Integrating Nutrition Services in HIV and TB Care in Mindolo I Clinic in Kitwe, Zambia

With support from the United States Agency for International Development (USAID) and the U.S. President’s Emergency Plan for AIDS Relief (PEPFAR), health care workers in Kitwe District are improving the quality of nutrition assessment, counseling, and support (NACS). NACS services were not being implemented as part of the daily clinic process, despite health workers being trained in NACS and receiving the necessary tools and job aids.

The Mixed Nature of Incentives of Community Health Workers: Lessons from a Qualitative Study in Two Districts in India

This article, published in Frontiers in Public Health, examines the role that incentives play in motivating community health workers (CHWs) and in family dynamics that affect CHW performance. In India, accredited social health activists (ASHAs) are female CHWs who provide a range of services. This study interviewed 49 ASHAs in two districts in India and at least one family member (a husband, mother-in-law, sister-in-law, or son) to explore the role of family, community, and health system in supporting ASHAs in their work.

USAID ASSIST Project Annual Performance Monitoring Report FY15

This annual report for the USAID ASSIST Project summarizes the project's accomplishments and results in FY15 supporting the application of modern improvement methods by host country providers and managers in USAID-assisted countries. During FY15, USAID ASSIST provided assistance in 23 countries through field and core funding.

FY15 Results:

Increasing institutional deliveries through improving community-facility linkages in Mewat, Haryana State, India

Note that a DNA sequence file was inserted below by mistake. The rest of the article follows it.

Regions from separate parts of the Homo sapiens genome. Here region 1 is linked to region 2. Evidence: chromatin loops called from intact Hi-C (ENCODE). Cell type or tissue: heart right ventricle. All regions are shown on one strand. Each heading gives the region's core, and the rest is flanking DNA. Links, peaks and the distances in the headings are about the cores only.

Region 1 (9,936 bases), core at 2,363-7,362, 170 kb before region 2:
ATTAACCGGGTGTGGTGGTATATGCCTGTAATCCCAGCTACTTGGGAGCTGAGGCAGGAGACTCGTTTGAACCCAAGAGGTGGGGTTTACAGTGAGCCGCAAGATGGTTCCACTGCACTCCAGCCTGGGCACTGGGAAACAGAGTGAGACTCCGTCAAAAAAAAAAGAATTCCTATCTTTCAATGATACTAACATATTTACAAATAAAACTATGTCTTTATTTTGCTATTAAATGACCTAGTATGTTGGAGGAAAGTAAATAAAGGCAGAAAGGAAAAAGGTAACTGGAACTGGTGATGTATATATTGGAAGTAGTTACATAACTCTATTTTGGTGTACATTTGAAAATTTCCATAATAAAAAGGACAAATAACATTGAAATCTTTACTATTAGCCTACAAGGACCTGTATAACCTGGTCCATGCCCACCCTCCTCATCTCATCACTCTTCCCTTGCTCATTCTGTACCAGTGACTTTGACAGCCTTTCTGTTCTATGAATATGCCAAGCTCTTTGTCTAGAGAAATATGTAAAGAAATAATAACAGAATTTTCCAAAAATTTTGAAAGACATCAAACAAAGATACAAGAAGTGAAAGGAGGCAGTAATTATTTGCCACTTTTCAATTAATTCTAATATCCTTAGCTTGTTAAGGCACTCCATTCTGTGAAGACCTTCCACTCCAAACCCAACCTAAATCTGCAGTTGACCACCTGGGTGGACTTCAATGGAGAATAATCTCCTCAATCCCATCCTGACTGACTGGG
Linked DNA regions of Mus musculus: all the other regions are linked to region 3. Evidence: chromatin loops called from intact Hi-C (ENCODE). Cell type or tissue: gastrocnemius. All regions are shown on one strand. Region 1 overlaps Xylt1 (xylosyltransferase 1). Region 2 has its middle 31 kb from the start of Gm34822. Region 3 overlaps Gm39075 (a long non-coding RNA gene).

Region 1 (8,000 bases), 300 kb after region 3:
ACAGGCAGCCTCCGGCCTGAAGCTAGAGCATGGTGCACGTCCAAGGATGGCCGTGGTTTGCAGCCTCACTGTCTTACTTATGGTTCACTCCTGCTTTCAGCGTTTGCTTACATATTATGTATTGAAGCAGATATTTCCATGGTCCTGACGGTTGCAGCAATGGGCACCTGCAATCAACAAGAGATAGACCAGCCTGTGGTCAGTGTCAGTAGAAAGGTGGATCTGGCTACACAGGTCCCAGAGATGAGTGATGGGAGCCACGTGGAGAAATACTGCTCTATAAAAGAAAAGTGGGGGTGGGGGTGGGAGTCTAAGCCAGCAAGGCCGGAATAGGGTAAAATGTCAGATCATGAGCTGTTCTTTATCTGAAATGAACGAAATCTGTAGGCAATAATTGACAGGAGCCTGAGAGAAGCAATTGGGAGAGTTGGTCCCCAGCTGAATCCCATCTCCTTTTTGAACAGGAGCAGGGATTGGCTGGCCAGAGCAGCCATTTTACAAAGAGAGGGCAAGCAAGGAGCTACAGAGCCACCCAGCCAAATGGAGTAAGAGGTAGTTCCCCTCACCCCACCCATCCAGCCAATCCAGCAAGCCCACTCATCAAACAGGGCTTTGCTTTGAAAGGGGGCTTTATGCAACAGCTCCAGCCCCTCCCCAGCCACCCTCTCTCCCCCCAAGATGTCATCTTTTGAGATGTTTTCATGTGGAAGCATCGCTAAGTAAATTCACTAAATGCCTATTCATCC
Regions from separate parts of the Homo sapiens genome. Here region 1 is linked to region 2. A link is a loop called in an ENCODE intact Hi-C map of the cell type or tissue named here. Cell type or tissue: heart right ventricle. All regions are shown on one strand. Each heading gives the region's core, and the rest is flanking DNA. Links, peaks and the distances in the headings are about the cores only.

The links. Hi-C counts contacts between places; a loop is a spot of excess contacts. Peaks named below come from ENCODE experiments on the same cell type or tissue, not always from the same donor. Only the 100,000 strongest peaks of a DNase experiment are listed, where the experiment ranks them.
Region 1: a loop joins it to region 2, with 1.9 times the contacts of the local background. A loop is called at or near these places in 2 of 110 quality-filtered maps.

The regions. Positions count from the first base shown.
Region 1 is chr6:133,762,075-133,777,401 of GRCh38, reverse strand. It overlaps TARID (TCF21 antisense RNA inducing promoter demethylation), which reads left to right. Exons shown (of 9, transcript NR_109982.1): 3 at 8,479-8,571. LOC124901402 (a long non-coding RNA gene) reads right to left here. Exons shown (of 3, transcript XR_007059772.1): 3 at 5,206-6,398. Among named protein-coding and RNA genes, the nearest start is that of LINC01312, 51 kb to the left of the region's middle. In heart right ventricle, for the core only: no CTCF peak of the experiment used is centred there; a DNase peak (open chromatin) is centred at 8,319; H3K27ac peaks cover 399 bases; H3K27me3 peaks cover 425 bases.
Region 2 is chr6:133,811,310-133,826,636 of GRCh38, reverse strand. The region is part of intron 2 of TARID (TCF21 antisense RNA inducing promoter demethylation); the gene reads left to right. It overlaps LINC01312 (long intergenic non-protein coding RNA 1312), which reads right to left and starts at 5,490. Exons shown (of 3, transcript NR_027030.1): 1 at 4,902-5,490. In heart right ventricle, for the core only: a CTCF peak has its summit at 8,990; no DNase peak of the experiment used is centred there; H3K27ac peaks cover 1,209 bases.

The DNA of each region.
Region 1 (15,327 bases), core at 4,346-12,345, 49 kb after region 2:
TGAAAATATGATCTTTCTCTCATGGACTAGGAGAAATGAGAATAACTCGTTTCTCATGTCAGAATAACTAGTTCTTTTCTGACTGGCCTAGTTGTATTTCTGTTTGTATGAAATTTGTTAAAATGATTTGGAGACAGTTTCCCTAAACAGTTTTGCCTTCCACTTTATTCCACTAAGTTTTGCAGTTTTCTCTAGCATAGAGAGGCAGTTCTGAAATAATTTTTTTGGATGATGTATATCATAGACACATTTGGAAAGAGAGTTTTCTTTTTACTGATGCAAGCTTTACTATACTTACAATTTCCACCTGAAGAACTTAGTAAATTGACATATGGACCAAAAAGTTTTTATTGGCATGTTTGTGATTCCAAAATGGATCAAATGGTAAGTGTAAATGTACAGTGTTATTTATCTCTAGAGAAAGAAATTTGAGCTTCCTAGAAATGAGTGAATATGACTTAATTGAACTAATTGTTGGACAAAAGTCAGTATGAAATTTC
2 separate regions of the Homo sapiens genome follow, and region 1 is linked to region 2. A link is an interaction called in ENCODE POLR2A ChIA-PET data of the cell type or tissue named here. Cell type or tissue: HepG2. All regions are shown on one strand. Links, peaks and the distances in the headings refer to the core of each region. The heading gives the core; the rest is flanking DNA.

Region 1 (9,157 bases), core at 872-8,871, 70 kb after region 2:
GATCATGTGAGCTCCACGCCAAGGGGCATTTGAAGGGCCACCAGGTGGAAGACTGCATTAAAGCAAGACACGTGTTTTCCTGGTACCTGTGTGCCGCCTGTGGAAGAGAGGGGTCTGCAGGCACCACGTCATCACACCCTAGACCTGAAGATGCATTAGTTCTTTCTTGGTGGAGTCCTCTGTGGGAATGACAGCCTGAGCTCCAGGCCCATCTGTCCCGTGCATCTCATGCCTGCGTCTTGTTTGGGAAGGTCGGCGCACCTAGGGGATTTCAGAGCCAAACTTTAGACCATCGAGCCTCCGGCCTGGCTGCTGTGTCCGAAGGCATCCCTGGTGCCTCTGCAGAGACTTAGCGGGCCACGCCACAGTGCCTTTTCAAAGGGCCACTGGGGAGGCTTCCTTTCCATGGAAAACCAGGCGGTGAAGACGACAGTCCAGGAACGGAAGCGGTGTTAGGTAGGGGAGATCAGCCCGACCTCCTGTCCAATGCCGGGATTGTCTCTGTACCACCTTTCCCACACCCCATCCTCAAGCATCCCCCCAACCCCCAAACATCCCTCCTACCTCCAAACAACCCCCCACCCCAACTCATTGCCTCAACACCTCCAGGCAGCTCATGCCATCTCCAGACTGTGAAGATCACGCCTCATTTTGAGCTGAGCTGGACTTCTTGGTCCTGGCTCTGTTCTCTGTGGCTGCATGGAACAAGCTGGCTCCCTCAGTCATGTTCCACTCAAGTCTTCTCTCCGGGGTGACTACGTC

Empowering communities and frontline health workers to use quality improvement (QI) methods to achieve better antenatal and intrapartum care, the USAID ASSIST Project supported a community QI team in Mewat, Haryana. The team observed that fewer than 20 percent of pregnant women in Salaheri village had institutional deliveries due to rumours that male doctors delivered babies and staff did not treat patients well. The QI team addressed these issues during regular home visits by frontline workers, leading to some improvement.

Partnership for HIV-Free Survival Community Demonstration Project in Gaza, Mozambique

Beginning in late 2013, the USAID ASSIST Project began to provide technical support for community-level improvement of elimination of mother-to-child transmission (EMTCT) services to the Ministry of Health of Mozambique as part of the PEPFAR-funded Partnership for HIV-Free Survival (PHFS). The project took place in Bilene District in Gaza, Province in three health centers (Licilo, Chissano and Incaia) and their associated catchment areas which included 15, 11 and 13 bairros (communities) respectively. The goal of the PHFS Community Demonstration Project was to contribute to EMTCT through increased community awareness, improved community-facility linkages, and increased access to services for pregnant women. The project focused on increasing the number of pregnant women identified by the community who sought antenatal care (ANC) at the health center and who were tested for HIV. This demonstration project employed the community health system strengthening model to improve the quality of PHFS services at the community level.